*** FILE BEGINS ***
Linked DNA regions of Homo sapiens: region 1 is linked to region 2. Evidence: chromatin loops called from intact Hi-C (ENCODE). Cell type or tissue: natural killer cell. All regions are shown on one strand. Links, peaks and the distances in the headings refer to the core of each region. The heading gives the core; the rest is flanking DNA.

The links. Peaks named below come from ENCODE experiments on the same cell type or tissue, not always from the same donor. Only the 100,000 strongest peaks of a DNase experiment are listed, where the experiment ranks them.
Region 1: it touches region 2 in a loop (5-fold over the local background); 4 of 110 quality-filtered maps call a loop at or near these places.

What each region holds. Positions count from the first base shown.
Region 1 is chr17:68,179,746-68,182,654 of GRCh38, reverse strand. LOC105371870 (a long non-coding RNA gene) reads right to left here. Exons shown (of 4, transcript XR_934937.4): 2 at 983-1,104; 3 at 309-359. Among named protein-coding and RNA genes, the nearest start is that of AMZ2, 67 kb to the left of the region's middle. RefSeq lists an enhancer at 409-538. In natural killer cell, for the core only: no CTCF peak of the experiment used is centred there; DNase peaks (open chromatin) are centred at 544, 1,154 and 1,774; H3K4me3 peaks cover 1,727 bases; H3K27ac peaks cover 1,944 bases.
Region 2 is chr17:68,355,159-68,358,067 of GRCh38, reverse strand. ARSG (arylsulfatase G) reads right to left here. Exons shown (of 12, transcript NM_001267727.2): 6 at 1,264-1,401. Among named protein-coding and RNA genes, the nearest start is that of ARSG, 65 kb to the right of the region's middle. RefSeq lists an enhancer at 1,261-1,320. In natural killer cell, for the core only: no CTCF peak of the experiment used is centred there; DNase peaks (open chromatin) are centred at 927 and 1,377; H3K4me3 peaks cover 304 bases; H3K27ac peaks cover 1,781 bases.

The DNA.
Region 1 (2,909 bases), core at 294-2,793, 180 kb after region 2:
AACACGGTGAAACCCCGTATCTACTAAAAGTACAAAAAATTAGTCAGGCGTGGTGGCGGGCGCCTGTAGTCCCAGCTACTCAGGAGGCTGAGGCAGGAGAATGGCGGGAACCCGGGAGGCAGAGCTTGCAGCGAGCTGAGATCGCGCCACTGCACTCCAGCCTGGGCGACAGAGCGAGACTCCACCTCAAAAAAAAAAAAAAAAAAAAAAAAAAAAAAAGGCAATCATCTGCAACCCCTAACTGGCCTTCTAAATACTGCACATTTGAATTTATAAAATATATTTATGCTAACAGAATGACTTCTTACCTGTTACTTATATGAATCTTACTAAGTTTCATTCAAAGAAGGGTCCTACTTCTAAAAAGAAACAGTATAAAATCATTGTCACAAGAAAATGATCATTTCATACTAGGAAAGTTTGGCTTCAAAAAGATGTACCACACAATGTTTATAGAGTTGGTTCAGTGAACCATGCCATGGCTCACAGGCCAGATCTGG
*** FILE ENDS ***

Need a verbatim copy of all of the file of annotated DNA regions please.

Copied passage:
Linked DNA regions of Homo sapiens: region 1 is linked to region 2. Evidence: chromatin loops called from intact Hi-C (ENCODE). Cell type or tissue: natural killer cell. All regions are shown on one strand. Links, peaks and the distances in the headings refer to the core of each region. The heading gives the core; the rest is flanking DNA.

The links. Peaks named below come from ENCODE experiments on the same cell type or tissue, not always from the same donor. Only the 100,000 strongest peaks of a DNase experiment are listed, where the experiment ranks them.
Region 1: it touches region 2 in a loop (5-fold over the local background); 4 of 110 quality-filtered maps call a loop at or near these places.

What each region holds. Positions count from the first base shown.
Region 1 is chr17:68,179,746-68,182,654 of GRCh38, reverse strand. LOC105371870 (a long non-coding RNA gene) reads right to left here. Exons shown (of 4, transcript XR_934937.4): 2 at 983-1,104; 3 at 309-359. Among named protein-coding and RNA genes, the nearest start is that of AMZ2, 67 kb to the left of the region's middle. RefSeq lists an enhancer at 409-538. In natural killer cell, for the core only: no CTCF peak of the experiment used is centred there; DNase peaks (open chromatin) are centred at 544, 1,154 and 1,774; H3K4me3 peaks cover 1,727 bases; H3K27ac peaks cover 1,944 bases.
Region 2 is chr17:68,355,159-68,358,067 of GRCh38, reverse strand. ARSG (arylsulfatase G) reads right to left here. Exons shown (of 12, transcript NM_001267727.2): 6 at 1,264-1,401. Among named protein-coding and RNA genes, the nearest start is that of ARSG, 65 kb to the right of the region's middle. RefSeq lists an enhancer at 1,261-1,320. In natural killer cell, for the core only: no CTCF peak of the experiment used is centred there; DNase peaks (open chromatin) are centred at 927 and 1,377; H3K4me3 peaks cover 304 bases; H3K27ac peaks cover 1,781 bases.

The DNA.
Region 1 (2,909 bases), core at 294-2,793, 180 kb after region 2:
AACACGGTGAAACCCCGTATCTACTAAAAGTACAAAAAATTAGTCAGGCGTGGTGGCGGGCGCCTGTAGTCCCAGCTACTCAGGAGGCTGAGGCAGGAGAATGGCGGGAACCCGGGAGGCAGAGCTTGCAGCGAGCTGAGATCGCGCCACTGCACTCCAGCCTGGGCGACAGAGCGAGACTCCACCTCAAAAAAAAAAAAAAAAAAAAAAAAAAAAAAAGGCAATCATCTGCAACCCCTAACTGGCCTTCTAAATACTGCACATTTGAATTTATAAAATATATTTATGCTAACAGAATGACTTCTTACCTGTTACTTATATGAATCTTACTAAGTTTCATTCAAAGAAGGGTCCTACTTCTAAAAAGAAACAGTATAAAATCATTGTCACAAGAAAATGATCATTTCATACTAGGAAAGTTTGGCTTCAAAAAGATGTACCACACAATGTTTATAGAGTTGGTTCAGTGAACCATGCCATGGCTCACAGGCCAGATCTGG